Monday, August 26, 2013

Lee Daniels' The Butler (**1/2)

Directed by Lee Daniels

Lee Daniels is a filmmaker of high ideals and low taste, and he enjoys making the two things clash violently in his films. What usually follows are sloppy stories, interesting casting decisions, and more times than not, a movie that is more fun to talk about then to watch. Precious was his big crossover hit, a harrowing story of inner-city poverty, that earned him an Oscar nomination for Best Director. His follow-up, The Paperboy seemed to take any drop of sincerity that Precious had and totally disregard it. Paperboy was a movie about dirty, sweaty people with dark souls and even darker secrets. It seemed preoccupied with being a showcase for these despicable characters, had particularly carnal performances from its cast - which included Zac Efron, Nicole Kidman, Matthew McConaughey, and John Cusack - and seemed completely cynical. But now, with The Butler, Daniels tries his hand at the esteemed Civil Rights drama, perhaps the most sincere of all cinema's sub-genres. It's a combination that is quite interesting indeed.

The Butler (which became Lee Daniels' The Butler after Warner Brothers threatened the Weinstein Company with legal action over a 1916 film of the same name which they claimed to own the naming rights to) makes claims of being "inspired by true events". This is becoming one of my least favorite disclaimers before a movie, because it gives filmmakers credence to tell stories that are essentially fiction while parading the illusion of important history. In reality, Lee Daniels' The Butler is based on Eugene Allen, a White House butler who was featured in a Washington Post article written by Wil Haygood, that went on to be adapted into a screenplay by Danny Strong. The Butler ends up becoming an end-to-end biopic about Cecil Gaines (Forest Whitaker), a man who was skilled from a very young age in serving whites, and acutely talented at avoiding the controversy and the turbulence that was the 1960's Civil Rights movement.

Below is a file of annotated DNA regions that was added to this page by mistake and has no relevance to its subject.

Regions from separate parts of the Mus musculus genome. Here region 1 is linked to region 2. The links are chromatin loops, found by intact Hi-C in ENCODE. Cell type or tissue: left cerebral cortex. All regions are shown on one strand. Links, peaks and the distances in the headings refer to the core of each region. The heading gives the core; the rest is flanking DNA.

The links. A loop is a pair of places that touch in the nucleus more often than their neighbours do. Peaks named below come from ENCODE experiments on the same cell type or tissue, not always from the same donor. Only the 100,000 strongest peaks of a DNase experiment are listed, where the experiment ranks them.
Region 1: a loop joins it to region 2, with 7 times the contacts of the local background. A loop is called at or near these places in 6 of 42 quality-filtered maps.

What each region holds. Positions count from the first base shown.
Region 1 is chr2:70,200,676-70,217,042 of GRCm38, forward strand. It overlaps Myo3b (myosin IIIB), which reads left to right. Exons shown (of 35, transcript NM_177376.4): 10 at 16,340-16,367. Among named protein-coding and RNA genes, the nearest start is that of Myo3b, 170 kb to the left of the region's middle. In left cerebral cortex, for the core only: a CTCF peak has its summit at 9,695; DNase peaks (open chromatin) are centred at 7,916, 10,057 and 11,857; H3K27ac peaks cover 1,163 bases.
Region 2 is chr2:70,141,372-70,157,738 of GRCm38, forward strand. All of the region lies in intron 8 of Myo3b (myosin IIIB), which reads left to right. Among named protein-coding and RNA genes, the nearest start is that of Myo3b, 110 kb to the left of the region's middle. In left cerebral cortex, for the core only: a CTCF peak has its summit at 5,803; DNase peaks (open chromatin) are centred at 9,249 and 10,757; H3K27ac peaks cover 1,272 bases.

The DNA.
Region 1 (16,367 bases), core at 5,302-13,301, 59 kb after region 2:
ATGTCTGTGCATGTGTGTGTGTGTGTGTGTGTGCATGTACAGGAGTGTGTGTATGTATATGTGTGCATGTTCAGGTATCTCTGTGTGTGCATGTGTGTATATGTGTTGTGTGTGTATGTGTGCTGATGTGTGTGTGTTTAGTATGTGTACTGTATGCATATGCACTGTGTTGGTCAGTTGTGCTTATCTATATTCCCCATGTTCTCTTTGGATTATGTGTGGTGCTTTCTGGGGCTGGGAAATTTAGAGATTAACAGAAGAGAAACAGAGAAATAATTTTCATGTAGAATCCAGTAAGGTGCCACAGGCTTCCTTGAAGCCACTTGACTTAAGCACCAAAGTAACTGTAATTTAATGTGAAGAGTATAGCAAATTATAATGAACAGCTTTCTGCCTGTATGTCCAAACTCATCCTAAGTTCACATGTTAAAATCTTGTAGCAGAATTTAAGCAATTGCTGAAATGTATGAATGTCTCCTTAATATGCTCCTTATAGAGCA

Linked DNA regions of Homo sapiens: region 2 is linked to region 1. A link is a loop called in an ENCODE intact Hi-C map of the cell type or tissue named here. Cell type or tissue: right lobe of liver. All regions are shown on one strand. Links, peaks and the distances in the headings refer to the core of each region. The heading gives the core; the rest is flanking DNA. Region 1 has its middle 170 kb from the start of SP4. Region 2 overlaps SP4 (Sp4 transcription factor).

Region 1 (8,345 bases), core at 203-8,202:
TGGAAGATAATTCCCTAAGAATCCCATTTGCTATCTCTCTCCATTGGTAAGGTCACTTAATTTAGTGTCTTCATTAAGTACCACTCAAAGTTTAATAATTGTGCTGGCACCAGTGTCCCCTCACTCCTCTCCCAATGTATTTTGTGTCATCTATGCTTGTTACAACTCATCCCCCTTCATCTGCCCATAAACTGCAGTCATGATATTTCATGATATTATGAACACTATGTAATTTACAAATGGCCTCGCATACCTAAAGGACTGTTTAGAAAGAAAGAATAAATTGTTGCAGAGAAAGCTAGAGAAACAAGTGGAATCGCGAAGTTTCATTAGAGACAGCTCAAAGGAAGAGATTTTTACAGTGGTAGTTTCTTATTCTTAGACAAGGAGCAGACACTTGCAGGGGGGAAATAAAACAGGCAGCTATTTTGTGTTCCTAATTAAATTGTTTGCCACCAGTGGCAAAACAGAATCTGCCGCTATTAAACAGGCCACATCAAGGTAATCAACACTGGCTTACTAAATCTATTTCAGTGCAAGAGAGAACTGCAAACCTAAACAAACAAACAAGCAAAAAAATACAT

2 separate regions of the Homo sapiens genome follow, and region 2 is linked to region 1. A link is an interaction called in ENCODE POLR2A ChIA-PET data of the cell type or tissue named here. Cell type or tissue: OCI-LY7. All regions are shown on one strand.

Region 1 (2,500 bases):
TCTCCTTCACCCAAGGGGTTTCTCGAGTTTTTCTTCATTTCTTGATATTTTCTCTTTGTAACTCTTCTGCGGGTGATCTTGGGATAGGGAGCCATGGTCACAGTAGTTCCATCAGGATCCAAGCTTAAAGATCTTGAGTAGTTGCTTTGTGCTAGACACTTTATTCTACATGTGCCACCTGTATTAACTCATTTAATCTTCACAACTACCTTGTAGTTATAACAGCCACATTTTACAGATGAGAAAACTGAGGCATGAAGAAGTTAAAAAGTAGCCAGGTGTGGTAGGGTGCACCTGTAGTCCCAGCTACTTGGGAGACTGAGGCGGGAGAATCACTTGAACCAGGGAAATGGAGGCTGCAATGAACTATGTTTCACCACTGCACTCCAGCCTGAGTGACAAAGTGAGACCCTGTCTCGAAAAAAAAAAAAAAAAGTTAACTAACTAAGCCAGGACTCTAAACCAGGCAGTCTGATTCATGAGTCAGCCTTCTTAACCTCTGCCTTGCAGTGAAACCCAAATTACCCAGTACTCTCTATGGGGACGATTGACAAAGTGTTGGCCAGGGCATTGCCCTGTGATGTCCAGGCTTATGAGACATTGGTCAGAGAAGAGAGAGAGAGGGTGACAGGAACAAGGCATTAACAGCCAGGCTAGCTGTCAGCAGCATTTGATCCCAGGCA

As a child, Cecil was raised on a cotton farm within a cruel Georgia plantation in the 1920's. At a very young age, Cecil witnessed his mother get raped by one of the plantation's more temperamental owners, and when his father confronted the rapist, he was shot dead. After the incident, the plantation's eldest owner, Annabeth Westfall (Vanessa Redgrave) turned Cecil from a field worker to a house worker. This set the foundation for what would eventually be Cecil's future career. As a teenager, Cecil decided to leave the plantation, but had trouble finding work in a country that was still very prejudiced despite blacks being free for several decades. It isn't until he's caught breaking into a bakery trying to steal some food in the middle of the night by Maynard (Clarence Williams III), that he gets his first opportunity. Cecil convinces Maynard to help him get a job serving. Under Maynard, Cecil perfects his already solid serving abilities at a fancy North Carolina hotel.

Maynard is offered a new job in Washington D.C., but turns it down since he'd rather stay in Carolina. He instead, suggests that these men meet with Cecil, and soon enough Cecil is working as the newest butler in The White House for President Eisenhower. He's shown around the premises by the house maitre d' Freddie Fallows (Colman Domingo), and is eventually introduced to his two main co-workers and fellow butlers, Carter (Cuba Gooding Jr.) and James (Lenny Kravitz). At home, Cecil is married to Gloria (Oprah Winfrey), a sharp-tongued, boozing housewife, endlessly supportive and proud of her husband's achievement, but also perturbed by the long hours that his job requires. The married couple have two sons, Louis and Charlie. Louis (Danny Oyelowo), the oldest son, is very smart and very aware of the swaying tide that is coming in the 1960's. Louis is also slightly ashamed that his father has made a living serving white presidents who may or may not have the black American's best interests at heart.